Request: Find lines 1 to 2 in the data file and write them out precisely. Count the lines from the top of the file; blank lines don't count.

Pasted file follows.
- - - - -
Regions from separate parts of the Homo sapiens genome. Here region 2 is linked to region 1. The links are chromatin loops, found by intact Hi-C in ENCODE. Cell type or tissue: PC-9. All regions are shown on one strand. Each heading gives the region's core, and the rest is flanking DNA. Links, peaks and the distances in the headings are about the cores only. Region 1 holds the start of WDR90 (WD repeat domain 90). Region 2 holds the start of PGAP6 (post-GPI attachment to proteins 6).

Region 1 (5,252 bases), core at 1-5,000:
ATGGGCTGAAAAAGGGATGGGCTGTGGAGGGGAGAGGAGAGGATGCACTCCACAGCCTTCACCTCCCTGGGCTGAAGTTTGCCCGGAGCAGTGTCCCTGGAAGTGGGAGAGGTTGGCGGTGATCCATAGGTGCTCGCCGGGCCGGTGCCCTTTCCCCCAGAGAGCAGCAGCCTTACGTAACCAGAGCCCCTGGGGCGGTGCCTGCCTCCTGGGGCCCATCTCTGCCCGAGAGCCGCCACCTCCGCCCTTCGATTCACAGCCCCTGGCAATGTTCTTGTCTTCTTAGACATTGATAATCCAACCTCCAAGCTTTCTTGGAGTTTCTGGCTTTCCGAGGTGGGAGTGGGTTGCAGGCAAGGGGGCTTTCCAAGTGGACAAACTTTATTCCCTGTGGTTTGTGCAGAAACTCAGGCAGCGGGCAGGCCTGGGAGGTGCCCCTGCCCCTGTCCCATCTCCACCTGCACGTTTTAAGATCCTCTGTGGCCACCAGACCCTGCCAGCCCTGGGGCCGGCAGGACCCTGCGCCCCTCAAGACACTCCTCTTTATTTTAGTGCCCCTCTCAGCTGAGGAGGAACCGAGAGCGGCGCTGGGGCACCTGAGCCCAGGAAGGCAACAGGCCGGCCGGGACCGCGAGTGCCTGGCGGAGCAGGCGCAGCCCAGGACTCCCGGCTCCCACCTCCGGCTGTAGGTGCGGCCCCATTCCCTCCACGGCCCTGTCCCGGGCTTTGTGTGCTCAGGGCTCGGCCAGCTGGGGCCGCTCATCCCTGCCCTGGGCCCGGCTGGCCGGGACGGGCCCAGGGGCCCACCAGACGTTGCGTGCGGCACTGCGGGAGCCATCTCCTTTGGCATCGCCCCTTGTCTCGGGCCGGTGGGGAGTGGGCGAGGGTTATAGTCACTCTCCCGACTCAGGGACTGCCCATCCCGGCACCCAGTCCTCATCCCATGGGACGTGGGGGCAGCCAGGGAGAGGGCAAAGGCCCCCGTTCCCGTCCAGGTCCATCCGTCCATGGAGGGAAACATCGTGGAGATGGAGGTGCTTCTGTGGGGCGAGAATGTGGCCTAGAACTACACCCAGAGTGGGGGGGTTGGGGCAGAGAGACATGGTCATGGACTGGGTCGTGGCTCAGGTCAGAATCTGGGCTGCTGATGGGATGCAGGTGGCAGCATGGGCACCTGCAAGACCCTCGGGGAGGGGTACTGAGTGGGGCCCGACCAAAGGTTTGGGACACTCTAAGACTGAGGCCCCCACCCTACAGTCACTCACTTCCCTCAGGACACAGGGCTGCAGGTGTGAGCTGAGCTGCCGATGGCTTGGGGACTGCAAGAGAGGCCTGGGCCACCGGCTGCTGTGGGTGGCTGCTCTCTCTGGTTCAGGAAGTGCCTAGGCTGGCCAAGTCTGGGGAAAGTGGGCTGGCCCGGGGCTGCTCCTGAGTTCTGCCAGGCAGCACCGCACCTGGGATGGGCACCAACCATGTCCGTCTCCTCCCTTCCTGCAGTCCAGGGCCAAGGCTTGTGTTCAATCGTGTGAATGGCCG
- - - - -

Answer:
Regions from separate parts of the Homo sapiens genome. Here region 2 is linked to region 1. The links are chromatin loops, found by intact Hi-C in ENCODE. Cell type or tissue: PC-9. All regions are shown on one strand. Each heading gives the region's core, and the rest is flanking DNA. Links, peaks and the distances in the headings are about the cores only. Region 1 holds the start of WDR90 (WD repeat domain 90). Region 2 holds the start of PGAP6 (post-GPI attachment to proteins 6).

Region 1 (5,252 bases), core at 1-5,000: